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Doctors are working to learn more about esophageal cancer, ways to prevent it, how to best treat it, and how to provide the best care to people diagnosed with this disease. The following areas of research may include new options for patients through clinical trials. Always talk with your doctor about the diagnostic and treatment options best for you.
Chemoprevention. Researchers are looking at using aspirin and antacids to prevent esophageal adenocarcinoma in people with Barrett’s esophagus. Research is still ongoing, and people are encouraged to talk with their doctor before taking any medications or dietary supplements.
PET scan. In addition to help stage of esophageal cancer (see Staging), PET scans may also be used to find out how well chemotherapy is working to shrink a tumor before surgery. Researchers are studying the use of PET scan to evaluate and possibly change chemotherapy before surgery.
Chemotherapy advances. Doctors are studying combinations of different drugs, such as cisplatin (Platinol), fluorouracil (5-FU, Adrucil), paclitaxel (Taxol), irinotecan (Camptosar), docetaxel (Docefrez, Taxotere), oxaliplatin (Eloxatin), and capecitabine (Xeloda). And, research is ongoing to find new drugs that are effective for esophageal cancer.
Targeted therapy. Targeted therapy is a treatment that targets the cancer’s specific genes, proteins, or the tissue environment that contributes to cancer growth and survival. This type of treatment blocks the growth and spread of cancer cells while limiting damage to normal cells.
- About 20% to 30% of esophageal adenocarcinomas make too much of a protein called human epidermal growth receptor 2 (HER2). Adding the drug trastuzumab (Herceptin), which targets HER2, to chemotherapy for metastatic esophageal adenocarcinomas improves the effectiveness of chemotherapy for patients with a cancer that makes too much HER2. Researchers are looking at newer drugs that target HER2 for advanced esophageal adenocarcinomas, as well as combining trastuzumab with radiation therapy.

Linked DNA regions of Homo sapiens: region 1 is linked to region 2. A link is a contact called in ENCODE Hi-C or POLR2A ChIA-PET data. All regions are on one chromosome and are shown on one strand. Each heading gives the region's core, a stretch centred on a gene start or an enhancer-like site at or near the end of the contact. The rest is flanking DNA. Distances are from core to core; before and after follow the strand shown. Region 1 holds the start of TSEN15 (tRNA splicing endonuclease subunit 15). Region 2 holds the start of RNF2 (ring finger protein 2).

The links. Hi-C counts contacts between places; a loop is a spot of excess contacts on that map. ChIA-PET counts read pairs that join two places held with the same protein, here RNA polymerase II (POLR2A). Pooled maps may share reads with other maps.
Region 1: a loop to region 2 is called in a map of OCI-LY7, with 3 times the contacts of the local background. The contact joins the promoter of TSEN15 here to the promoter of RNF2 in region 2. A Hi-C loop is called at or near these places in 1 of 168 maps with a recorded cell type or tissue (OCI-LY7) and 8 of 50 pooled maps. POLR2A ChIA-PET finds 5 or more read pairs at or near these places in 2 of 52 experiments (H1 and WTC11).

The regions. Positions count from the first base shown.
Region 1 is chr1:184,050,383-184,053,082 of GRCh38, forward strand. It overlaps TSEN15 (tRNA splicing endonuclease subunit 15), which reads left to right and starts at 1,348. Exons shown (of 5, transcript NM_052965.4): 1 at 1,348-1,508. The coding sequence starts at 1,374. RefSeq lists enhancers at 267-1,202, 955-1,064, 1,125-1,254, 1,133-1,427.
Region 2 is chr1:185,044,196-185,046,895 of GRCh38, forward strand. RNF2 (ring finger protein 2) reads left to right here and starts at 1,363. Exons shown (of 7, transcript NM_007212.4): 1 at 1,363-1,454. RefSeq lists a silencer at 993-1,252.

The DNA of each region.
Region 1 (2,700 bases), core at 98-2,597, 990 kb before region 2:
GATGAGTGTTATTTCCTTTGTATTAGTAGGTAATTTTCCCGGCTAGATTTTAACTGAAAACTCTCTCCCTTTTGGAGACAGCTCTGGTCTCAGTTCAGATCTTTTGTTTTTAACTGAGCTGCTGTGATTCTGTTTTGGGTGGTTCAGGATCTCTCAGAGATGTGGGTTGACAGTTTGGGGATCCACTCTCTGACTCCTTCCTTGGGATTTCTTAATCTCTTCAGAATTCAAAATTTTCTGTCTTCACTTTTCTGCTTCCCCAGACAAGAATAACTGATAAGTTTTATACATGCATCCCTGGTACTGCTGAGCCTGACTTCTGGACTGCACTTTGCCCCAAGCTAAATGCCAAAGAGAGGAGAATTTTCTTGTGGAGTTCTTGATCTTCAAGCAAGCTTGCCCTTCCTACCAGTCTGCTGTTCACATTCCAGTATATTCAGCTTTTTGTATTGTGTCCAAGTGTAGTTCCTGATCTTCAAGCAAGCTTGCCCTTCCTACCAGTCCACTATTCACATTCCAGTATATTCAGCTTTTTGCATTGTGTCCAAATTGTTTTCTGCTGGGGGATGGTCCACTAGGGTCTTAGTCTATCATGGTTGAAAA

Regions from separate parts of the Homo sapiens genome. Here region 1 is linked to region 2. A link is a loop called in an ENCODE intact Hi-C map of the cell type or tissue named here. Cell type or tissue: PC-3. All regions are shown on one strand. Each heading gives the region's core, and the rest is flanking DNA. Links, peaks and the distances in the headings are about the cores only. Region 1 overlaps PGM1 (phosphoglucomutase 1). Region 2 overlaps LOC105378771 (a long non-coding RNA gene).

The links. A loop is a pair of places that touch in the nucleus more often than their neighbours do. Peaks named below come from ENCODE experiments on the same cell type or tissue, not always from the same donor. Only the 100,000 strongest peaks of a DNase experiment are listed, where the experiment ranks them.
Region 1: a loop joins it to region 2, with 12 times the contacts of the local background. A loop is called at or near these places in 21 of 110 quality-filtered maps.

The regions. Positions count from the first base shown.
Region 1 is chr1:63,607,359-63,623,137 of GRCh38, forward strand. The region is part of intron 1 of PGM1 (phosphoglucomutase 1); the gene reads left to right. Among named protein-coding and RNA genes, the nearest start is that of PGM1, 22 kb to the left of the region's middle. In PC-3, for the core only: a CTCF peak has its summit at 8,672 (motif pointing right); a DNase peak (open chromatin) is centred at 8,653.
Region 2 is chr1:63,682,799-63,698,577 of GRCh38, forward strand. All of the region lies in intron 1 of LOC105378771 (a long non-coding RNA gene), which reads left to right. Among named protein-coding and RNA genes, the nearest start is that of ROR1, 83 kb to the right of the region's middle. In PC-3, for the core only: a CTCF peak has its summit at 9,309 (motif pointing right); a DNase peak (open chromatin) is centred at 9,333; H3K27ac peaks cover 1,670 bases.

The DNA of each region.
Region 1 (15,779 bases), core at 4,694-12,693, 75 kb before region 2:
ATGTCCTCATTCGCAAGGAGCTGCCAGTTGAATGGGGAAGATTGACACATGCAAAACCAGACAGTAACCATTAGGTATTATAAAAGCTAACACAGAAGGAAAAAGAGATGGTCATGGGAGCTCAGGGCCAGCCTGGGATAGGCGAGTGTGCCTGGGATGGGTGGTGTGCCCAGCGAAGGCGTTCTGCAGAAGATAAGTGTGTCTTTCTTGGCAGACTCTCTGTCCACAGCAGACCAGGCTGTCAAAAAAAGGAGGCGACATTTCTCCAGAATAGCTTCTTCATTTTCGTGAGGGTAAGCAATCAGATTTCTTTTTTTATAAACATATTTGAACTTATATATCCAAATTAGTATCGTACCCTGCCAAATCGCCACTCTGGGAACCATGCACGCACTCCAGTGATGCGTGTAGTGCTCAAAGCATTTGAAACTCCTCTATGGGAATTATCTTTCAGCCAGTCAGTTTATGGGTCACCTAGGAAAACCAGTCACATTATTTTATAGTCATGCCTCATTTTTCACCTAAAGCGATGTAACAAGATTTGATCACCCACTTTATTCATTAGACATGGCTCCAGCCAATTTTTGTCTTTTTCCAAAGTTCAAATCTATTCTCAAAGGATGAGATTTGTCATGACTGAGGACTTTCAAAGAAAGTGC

- Another type of growth factor, called c-MET, may play an important role in helping metastatic esophageal adenocarcinomas grow. Researchers are studying drugs that stop c-MET from helping a cancer grow combined with chemotherapy for patients with metastatic esophageal adenocarcinomas.
Supportive care. Clinical trials are underway to find better ways of reducing symptoms and side effects of current esophageal cancer treatments in order to improve patients’ comfort and quality of life.
Learn more about common statistical terms used in cancer research.
Looking for More about Current Research?
If you would like additional information about the latest areas of research regarding esophageal cancer, explore these related items:
- To find clinical trials specific to your diagnosis, talk with your doctor or search online clinical trial databases now.
- Review research announced at recent scientific meetings or in ASCO’s peer-reviewed journals.
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